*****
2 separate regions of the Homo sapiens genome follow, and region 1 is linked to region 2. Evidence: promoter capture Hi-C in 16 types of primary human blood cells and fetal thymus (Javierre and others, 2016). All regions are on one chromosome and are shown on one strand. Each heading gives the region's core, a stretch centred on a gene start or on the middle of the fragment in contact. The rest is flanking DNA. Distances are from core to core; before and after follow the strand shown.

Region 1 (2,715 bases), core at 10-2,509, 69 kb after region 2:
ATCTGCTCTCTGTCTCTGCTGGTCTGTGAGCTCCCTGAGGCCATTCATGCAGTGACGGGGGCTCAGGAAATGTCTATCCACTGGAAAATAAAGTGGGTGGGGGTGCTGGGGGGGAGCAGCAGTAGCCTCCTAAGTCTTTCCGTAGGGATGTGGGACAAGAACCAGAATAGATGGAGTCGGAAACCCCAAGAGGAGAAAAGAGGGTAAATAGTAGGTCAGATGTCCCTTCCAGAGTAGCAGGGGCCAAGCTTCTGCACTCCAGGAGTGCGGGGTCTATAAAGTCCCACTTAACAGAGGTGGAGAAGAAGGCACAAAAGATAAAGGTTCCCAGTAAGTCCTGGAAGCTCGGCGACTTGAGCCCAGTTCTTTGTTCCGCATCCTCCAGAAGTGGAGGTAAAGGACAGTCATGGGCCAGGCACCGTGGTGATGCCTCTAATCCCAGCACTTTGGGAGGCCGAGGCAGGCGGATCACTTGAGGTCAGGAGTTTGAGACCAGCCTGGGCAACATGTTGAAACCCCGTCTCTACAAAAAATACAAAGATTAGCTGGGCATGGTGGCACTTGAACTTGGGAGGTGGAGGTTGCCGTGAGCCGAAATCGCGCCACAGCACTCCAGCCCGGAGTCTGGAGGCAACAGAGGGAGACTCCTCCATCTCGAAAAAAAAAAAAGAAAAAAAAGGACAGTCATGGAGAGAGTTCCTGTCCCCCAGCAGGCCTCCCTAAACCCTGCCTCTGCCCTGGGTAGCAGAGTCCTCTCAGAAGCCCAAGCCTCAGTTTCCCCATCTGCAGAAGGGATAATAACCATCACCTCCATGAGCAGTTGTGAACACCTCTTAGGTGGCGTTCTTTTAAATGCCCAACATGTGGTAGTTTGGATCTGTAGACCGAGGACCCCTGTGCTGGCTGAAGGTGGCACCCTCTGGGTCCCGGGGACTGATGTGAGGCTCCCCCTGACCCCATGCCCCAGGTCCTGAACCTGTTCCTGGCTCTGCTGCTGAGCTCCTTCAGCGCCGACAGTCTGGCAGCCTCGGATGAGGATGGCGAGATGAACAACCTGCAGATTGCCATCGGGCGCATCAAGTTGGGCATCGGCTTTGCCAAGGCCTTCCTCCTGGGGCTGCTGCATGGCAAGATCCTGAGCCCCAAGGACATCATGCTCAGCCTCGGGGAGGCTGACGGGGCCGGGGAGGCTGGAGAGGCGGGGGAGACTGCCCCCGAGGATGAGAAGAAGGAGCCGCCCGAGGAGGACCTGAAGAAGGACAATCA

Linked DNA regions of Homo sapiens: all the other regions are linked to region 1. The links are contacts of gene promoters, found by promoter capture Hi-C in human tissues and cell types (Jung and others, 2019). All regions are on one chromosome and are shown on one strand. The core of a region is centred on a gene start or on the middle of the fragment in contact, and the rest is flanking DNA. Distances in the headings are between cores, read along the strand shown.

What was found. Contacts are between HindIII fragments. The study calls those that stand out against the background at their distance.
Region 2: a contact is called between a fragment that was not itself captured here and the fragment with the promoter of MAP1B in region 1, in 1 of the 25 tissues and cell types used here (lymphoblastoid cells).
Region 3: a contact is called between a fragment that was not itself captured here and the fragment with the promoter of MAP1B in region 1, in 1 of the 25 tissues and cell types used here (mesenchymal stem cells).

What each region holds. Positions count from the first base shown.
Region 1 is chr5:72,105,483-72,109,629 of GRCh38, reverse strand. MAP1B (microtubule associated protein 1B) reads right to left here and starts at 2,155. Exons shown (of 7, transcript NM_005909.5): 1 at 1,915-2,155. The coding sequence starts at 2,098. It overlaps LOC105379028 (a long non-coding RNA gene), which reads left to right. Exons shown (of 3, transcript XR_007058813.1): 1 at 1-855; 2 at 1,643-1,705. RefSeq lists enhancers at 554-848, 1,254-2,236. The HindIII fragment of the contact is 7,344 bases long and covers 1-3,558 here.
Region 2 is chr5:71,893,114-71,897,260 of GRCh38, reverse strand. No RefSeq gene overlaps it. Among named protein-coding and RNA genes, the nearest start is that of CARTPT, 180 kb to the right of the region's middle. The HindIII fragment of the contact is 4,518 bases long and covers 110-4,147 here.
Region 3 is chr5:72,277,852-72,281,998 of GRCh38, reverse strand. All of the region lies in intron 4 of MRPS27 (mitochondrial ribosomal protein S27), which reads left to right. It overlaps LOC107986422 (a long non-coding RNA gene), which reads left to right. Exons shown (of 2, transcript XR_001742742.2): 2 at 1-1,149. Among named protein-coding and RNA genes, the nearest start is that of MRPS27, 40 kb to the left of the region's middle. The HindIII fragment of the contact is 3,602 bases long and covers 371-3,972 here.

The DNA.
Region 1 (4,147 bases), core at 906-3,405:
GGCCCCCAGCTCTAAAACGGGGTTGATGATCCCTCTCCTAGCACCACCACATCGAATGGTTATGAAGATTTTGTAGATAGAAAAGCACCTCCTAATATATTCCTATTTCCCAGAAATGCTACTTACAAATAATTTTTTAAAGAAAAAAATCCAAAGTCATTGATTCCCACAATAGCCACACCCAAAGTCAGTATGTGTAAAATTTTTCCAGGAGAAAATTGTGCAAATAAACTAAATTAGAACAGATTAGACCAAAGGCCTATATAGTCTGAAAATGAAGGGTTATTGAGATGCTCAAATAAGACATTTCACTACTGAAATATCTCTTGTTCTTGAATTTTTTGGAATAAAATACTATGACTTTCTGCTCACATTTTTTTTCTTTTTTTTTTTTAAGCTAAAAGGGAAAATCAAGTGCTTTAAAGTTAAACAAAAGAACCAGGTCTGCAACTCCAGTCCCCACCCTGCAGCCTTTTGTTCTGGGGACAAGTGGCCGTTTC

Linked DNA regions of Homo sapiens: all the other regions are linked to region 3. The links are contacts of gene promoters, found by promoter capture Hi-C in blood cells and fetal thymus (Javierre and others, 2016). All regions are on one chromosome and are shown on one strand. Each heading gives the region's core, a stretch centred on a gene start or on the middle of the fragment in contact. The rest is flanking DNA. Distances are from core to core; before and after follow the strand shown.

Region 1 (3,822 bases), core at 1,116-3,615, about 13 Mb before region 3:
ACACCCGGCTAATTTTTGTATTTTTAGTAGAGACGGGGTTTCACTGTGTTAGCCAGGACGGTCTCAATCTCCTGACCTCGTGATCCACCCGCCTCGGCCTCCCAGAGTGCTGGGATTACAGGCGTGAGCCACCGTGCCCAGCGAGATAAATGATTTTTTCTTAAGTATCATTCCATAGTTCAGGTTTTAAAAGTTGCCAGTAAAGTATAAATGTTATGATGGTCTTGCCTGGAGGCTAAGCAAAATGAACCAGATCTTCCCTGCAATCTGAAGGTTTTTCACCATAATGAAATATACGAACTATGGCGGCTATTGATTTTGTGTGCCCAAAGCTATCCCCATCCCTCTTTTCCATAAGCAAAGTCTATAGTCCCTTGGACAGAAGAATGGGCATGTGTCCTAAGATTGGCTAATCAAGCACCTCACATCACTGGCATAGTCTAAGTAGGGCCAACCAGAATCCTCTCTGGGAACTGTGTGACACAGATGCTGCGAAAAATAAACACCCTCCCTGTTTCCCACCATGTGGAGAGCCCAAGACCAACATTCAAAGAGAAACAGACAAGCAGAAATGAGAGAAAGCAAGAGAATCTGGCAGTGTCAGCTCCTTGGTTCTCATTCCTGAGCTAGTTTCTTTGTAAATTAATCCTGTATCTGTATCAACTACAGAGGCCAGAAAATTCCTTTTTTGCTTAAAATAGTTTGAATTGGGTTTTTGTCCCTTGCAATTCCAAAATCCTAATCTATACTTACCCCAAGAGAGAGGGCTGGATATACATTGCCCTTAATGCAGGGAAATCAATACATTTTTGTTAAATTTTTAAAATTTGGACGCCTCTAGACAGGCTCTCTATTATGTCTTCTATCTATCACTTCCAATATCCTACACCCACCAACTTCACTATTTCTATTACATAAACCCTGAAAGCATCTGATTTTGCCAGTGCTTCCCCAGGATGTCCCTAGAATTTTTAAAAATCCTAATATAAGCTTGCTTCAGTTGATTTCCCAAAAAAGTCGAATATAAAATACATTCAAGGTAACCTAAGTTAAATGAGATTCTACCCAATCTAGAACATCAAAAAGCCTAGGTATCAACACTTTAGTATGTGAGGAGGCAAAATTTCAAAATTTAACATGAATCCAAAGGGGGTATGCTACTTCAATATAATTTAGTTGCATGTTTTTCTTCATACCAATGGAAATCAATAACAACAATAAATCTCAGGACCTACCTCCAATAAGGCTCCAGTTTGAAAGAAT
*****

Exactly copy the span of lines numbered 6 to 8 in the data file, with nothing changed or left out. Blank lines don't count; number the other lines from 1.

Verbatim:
Region 2: a contact is called between a fragment that was not itself captured here and the fragment with the promoter of MAP1B in region 1, in 1 of the 25 tissues and cell types used here (lymphoblastoid cells).
Region 3: a contact is called between a fragment that was not itself captured here and the fragment with the promoter of MAP1B in region 1, in 1 of the 25 tissues and cell types used here (mesenchymal stem cells).

What each region holds. Positions count from the first base shown.